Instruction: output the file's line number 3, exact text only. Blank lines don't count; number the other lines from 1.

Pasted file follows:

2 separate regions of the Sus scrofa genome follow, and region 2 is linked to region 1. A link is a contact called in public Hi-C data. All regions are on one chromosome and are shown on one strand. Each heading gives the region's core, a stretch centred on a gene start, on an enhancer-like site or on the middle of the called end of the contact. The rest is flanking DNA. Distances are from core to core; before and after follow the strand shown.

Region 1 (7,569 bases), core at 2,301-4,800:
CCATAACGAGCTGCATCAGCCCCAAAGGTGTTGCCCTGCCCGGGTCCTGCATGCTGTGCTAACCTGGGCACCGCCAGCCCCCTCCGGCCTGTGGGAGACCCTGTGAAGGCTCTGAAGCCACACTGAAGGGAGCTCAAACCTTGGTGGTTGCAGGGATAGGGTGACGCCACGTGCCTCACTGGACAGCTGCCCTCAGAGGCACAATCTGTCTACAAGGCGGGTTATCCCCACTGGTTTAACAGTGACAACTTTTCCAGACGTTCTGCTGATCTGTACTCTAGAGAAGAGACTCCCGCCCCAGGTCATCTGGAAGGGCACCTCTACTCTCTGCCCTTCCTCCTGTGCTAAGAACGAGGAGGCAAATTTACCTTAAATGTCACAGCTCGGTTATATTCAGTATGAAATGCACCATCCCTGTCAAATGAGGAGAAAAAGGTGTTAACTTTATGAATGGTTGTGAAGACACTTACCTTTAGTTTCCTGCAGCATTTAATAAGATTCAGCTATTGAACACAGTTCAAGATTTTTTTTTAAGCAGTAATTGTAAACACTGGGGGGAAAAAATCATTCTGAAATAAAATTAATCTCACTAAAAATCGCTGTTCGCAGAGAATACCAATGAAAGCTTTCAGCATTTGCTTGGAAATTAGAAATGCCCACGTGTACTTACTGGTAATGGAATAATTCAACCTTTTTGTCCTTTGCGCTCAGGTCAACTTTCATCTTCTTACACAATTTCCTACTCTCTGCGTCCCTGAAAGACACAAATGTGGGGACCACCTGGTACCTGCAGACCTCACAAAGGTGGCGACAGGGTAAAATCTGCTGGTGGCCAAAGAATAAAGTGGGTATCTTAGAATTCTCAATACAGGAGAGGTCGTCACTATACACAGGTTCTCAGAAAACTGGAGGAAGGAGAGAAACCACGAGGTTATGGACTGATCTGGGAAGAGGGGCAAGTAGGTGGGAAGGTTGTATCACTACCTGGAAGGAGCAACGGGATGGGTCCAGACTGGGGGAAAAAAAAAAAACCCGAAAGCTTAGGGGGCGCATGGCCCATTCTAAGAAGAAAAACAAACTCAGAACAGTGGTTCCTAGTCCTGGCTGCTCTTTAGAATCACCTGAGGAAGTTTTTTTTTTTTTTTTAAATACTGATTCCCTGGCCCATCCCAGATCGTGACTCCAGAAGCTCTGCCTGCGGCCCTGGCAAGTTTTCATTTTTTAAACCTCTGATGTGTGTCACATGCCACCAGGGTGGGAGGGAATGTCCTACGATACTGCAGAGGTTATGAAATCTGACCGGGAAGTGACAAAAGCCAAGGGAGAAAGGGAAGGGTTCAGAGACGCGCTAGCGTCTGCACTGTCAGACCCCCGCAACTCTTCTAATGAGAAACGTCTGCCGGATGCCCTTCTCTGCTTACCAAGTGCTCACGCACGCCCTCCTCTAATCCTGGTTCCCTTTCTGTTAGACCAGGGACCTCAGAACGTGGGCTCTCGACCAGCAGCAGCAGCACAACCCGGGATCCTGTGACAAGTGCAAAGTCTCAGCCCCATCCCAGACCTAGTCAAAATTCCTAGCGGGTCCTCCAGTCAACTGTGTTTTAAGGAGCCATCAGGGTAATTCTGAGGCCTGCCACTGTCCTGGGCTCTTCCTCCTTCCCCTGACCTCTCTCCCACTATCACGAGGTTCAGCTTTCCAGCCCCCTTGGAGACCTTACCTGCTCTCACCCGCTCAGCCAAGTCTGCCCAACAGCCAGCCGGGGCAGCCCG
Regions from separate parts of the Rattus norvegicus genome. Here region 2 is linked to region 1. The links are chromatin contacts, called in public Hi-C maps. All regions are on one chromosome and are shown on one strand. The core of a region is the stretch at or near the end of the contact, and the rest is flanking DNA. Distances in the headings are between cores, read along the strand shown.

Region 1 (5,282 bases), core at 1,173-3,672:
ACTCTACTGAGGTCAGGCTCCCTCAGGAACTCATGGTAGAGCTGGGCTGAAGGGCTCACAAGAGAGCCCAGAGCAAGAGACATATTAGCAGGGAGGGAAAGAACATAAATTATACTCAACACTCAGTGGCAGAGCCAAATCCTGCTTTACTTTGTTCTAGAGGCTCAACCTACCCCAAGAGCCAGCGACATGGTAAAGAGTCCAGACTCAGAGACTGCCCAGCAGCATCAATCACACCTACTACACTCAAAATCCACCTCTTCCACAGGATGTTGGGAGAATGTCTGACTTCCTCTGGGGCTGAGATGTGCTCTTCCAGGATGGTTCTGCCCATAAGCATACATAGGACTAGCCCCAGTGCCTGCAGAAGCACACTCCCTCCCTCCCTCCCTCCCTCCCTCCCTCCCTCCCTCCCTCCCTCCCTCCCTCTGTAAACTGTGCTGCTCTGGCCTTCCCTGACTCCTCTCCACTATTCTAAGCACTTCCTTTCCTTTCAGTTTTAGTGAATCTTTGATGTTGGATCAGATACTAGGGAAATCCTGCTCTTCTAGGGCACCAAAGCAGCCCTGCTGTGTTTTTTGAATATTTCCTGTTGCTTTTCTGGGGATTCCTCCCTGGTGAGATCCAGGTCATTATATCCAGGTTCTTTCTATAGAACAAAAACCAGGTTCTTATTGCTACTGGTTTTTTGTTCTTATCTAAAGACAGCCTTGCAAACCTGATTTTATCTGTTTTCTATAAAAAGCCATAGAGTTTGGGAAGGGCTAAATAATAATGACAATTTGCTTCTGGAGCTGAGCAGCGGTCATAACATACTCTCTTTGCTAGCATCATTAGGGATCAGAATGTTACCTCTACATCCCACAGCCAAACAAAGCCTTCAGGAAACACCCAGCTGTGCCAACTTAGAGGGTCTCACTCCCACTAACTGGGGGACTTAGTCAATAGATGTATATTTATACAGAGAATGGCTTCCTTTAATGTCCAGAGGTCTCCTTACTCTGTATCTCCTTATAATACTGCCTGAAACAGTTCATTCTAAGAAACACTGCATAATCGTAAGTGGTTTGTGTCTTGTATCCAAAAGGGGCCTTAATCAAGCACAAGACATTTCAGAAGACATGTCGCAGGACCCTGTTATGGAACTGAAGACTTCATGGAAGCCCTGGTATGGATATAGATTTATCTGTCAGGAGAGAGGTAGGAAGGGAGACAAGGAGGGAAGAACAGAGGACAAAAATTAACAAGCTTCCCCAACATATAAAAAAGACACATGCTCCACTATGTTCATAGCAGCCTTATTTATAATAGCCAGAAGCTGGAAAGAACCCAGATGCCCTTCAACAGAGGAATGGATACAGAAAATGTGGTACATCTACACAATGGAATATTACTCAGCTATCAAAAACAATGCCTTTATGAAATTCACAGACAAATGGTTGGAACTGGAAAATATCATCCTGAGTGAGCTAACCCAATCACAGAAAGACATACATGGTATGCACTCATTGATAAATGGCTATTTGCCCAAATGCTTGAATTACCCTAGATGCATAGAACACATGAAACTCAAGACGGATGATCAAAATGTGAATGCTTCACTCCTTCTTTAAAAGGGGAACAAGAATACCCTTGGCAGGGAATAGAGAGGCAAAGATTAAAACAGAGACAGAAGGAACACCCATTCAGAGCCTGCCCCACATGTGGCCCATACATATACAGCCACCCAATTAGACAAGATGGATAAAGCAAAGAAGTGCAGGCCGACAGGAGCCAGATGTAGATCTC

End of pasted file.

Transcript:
CCATAACGAGCTGCATCAGCCCCAAAGGTGTTGCCCTGCCCGGGTCCTGCATGCTGTGCTAACCTGGGCACCGCCAGCCCCCTCCGGCCTGTGGGAGACCCTGTGAAGGCTCTGAAGCCACACTGAAGGGAGCTCAAACCTTGGTGGTTGCAGGGATAGGGTGACGCCACGTGCCTCACTGGACAGCTGCCCTCAGAGGCACAATCTGTCTACAAGGCGGGTTATCCCCACTGGTTTAACAGTGACAACTTTTCCAGACGTTCTGCTGATCTGTACTCTAGAGAAGAGACTCCCGCCCCAGGTCATCTGGAAGGGCACCTCTACTCTCTGCCCTTCCTCCTGTGCTAAGAACGAGGAGGCAAATTTACCTTAAATGTCACAGCTCGGTTATATTCAGTATGAAATGCACCATCCCTGTCAAATGAGGAGAAAAAGGTGTTAACTTTATGAATGGTTGTGAAGACACTTACCTTTAGTTTCCTGCAGCATTTAATAAGATTCAGCTATTGAACACAGTTCAAGATTTTTTTTTAAGCAGTAATTGTAAACACTGGGGGGAAAAAATCATTCTGAAATAAAATTAATCTCACTAAAAATCGCTGTTCGCAGAGAATACCAATGAAAGCTTTCAGCATTTGCTTGGAAATTAGAAATGCCCACGTGTACTTACTGGTAATGGAATAATTCAACCTTTTTGTCCTTTGCGCTCAGGTCAACTTTCATCTTCTTACACAATTTCCTACTCTCTGCGTCCCTGAAAGACACAAATGTGGGGACCACCTGGTACCTGCAGACCTCACAAAGGTGGCGACAGGGTAAAATCTGCTGGTGGCCAAAGAATAAAGTGGGTATCTTAGAATTCTCAATACAGGAGAGGTCGTCACTATACACAGGTTCTCAGAAAACTGGAGGAAGGAGAGAAACCACGAGGTTATGGACTGATCTGGGAAGAGGGGCAAGTAGGTGGGAAGGTTGTATCACTACCTGGAAGGAGCAACGGGATGGGTCCAGACTGGGGGAAAAAAAAAAAACCCGAAAGCTTAGGGGGCGCATGGCCCATTCTAAGAAGAAAAACAAACTCAGAACAGTGGTTCCTAGTCCTGGCTGCTCTTTAGAATCACCTGAGGAAGTTTTTTTTTTTTTTTTAAATACTGATTCCCTGGCCCATCCCAGATCGTGACTCCAGAAGCTCTGCCTGCGGCCCTGGCAAGTTTTCATTTTTTAAACCTCTGATGTGTGTCACATGCCACCAGGGTGGGAGGGAATGTCCTACGATACTGCAGAGGTTATGAAATCTGACCGGGAAGTGACAAAAGCCAAGGGAGAAAGGGAAGGGTTCAGAGACGCGCTAGCGTCTGCACTGTCAGACCCCCGCAACTCTTCTAATGAGAAACGTCTGCCGGATGCCCTTCTCTGCTTACCAAGTGCTCACGCACGCCCTCCTCTAATCCTGGTTCCCTTTCTGTTAGACCAGGGACCTCAGAACGTGGGCTCTCGACCAGCAGCAGCAGCACAACCCGGGATCCTGTGACAAGTGCAAAGTCTCAGCCCCATCCCAGACCTAGTCAAAATTCCTAGCGGGTCCTCCAGTCAACTGTGTTTTAAGGAGCCATCAGGGTAATTCTGAGGCCTGCCACTGTCCTGGGCTCTTCCTCCTTCCCCTGACCTCTCTCCCACTATCACGAGGTTCAGCTTTCCAGCCCCCTTGGAGACCTTACCTGCTCTCACCCGCTCAGCCAAGTCTGCCCAACAGCCAGCCGGGGCAGCCCG